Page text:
Claragh Heritage Centre, Kilrea
Clare O'Connor visits Tom Graham's personal collection
Claragh Heritage Centre, Kilrea defies definition. It seems to house every conceivable bygone agricultural and industrial artefact known to man and then some! Alongside tractors, ploughs and the like are any number of unexpected surprises from a ‘Bamford’s Patent Perfect Root Cutter’ to a doll’s pram from the 1930s.
This staggering collection is the life’s work of one man. Tom Graham inherited the family farm that is now the Claragh Heritage Centre, but he spent much of his working life driving around the rest of the country distributing poultry.
A self described ‘reluctant farmer’ Tom was often more interested in the old things he saw lying around during his travels. Discarded kitchen utensils, combine harvesters, railway station clocks, nothing escaped him. Now that he is retired he devotes most of his time to restoring the thousands of items he has rescued over the years.
Tom built up a reputation for collecting things - ‘ones got to know the sort of him' and would call him up ‘about some yoke or other’. As interesting as each of the objects are in their own right, it is Tom’s explanations as to their origins and how he acquired them that really brings them to life.
He is only too willing to give demonstrations, as with the1920 wooden washing machine ‘The Majestic’ salvaged from the local Convent.
Other treasures include a very rare wartime Davy Brown tractor, an old steam boiler built by Harland & Wolff that used to belong to a flax mill and old railway paraphernalia from Derry Central Railway. Brightly emblazoned oilcans and advertising hoarding from the 1950s are a typographer’s dream.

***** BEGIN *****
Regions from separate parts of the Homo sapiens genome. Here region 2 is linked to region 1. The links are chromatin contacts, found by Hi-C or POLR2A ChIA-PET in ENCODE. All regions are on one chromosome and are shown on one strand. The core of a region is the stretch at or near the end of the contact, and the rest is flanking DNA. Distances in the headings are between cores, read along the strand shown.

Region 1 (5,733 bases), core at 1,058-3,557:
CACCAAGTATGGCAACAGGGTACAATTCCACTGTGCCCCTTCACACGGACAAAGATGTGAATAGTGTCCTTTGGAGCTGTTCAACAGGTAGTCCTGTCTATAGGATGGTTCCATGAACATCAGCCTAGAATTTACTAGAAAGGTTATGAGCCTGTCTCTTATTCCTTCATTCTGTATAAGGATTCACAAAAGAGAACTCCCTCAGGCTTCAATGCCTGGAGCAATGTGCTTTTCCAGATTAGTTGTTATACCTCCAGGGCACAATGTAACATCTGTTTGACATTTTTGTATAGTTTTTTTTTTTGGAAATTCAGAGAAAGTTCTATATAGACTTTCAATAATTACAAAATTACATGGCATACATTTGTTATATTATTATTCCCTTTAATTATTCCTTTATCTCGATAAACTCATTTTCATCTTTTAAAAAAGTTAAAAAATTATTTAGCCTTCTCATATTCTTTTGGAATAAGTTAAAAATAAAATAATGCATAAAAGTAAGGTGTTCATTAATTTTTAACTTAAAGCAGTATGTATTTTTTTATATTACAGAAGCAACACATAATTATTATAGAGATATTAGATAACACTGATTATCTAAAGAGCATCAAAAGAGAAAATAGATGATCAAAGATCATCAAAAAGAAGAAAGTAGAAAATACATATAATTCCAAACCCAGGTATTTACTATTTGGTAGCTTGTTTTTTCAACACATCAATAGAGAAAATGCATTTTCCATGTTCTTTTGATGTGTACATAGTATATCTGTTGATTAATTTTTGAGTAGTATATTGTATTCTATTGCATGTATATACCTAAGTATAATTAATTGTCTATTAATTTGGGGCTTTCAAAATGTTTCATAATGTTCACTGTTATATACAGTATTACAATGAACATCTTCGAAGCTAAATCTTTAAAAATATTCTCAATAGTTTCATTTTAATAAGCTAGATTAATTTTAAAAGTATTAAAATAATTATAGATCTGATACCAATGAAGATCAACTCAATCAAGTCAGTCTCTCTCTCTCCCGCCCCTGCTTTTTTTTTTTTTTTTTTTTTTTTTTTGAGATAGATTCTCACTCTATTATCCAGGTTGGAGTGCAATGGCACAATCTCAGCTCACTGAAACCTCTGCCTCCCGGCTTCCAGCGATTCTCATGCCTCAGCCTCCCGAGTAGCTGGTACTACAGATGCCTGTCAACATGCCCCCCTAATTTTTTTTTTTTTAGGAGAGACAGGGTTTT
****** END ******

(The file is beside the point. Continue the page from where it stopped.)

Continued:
‘The Barn’ was the first building on Tom’s farm to be converted into a display area when what had been a personal hobby became something of interest to the outside world. By now 5 more outbuildings have been utilized for this purpose.
A further two buildings have been built by Tom himself. In 1998 he erected ‘Jamie’s Cottage’, painstakingly recreating the original dwelling which had stood there in 1850. The cottage, complete with half door and open fire is considered the centre’s jewel in the crown and is beloved of yanks and local schoolchildren alike.
Further along the 4 acre property, Tom has thrown up a tiny, 2 square metre church for the sheer hell of it. The ecclesiastical theme continues with the façade of Tom’s garage which replicates a church Tom took a shine to in Ballymena!
With his own personality writ large all over the place, not following the trends or diktats of anybody but himself, Tom’s place is as much about Outsider Art as museum space and this is the sheer joy of it.